I do cherish Matt Linn, and again am so grateful to have him in my life. But I want to take the emphasis off of him and place it on God’s faithfulness. God will never leave us or forsake us. It doesn’t matter what we are going through, God is with us. It is up to me to be open to God’s care. God did not airlift me to the retreats during the years I was in that situation at work. However, I believe it was God that brought the work of the Linns’ to my attention. It was up to me to seek out the retreats, schedule the time to go, and attend them.
There’s a story of a person who was in a flood. As he sat on the roof with the water rising, he called out to God to rescue him. A truck came by and yelled, “There are still some dry roads. Jump in and we can get out of here.” The man replied, “Thanks, but God is rescuing me. “Hours later, a boat came by and the people called out to him to get in the boat. He said, “I appreciate that, but God is rescuing me.” Finally, when the water was starting to overcome him, a helicopter came and lowered a ladder to him. He yelled up, “Don’t worry. God is rescuing me.” Shortly after, he drowned. In heaven, he asked Jesus “why didn’t you rescue me? I had such sincere faith!” Jesus answered, “What do you mean?! I tried three times, but you refused each time.”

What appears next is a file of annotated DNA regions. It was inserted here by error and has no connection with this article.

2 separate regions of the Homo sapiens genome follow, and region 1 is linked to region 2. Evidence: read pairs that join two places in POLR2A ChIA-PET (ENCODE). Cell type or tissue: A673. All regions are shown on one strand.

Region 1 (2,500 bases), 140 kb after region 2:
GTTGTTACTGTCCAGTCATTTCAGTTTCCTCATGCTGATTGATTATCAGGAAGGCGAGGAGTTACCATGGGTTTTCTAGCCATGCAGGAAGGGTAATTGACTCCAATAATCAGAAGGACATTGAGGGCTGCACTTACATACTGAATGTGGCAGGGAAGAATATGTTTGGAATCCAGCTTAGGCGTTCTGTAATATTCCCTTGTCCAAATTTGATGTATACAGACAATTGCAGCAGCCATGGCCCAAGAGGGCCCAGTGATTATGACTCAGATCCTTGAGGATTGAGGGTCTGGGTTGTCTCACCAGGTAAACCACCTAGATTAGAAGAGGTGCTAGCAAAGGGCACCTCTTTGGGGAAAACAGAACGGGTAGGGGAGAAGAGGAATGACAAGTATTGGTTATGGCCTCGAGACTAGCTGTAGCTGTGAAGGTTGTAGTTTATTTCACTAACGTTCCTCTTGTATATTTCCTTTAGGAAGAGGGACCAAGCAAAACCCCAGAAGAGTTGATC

Silly story, but the point is well made. Our concept of the way God should help us may not be aligned with what God will actually do. We become despondent and feel betrayed when God “will not answer us.” It may be the case that God is answering us, but not in the way we anticipate. When experiencing the abuse from my supervisor, I cried out to God in despair many times. I wanted God to stop the abuse or lead me to another job. But that is not what happened. In fact, before the abuse began, I had several job offers on the table, but then they dried up. What was that about?? God did not do what I thought needed to happen. Nevertheless, God was faithful. God brought people such as Matt to me. In addition, I had a wonderful support system and dear close friends who helped me endure it. Even greater than these was that my relationship with God became much deeper and more intimate. In my desperation, I clung to God and drank deeply of God’s love. I would not trade that for anything!
Perhaps I could have taken this same path to God without the abuse, but I’m not sure. When things are going well for me, I tend to go full speed ahead in my independent way. I’m quite resourceful and like to be in control. It is not that I want to live life without God; I just forget to bring God into what is happening. Yet in times of suffering, I place my trust and hope in God. I wish that wasn’t the case. I wish I would remember all the time. I pray that I am moving in that direction.
My prayer for you and me is that our eyes are open to God’s faithfulness–that in our suffering, we have eyes to see and ears to hear. I pray that we will look for the opportunities and people that God is placing in front of us. Perhaps you will also be blessed with a friend like Matt. Perhaps you are that friend to others and God is using you in their lives precisely because of the struggles you have endured.
Grace and peace to you,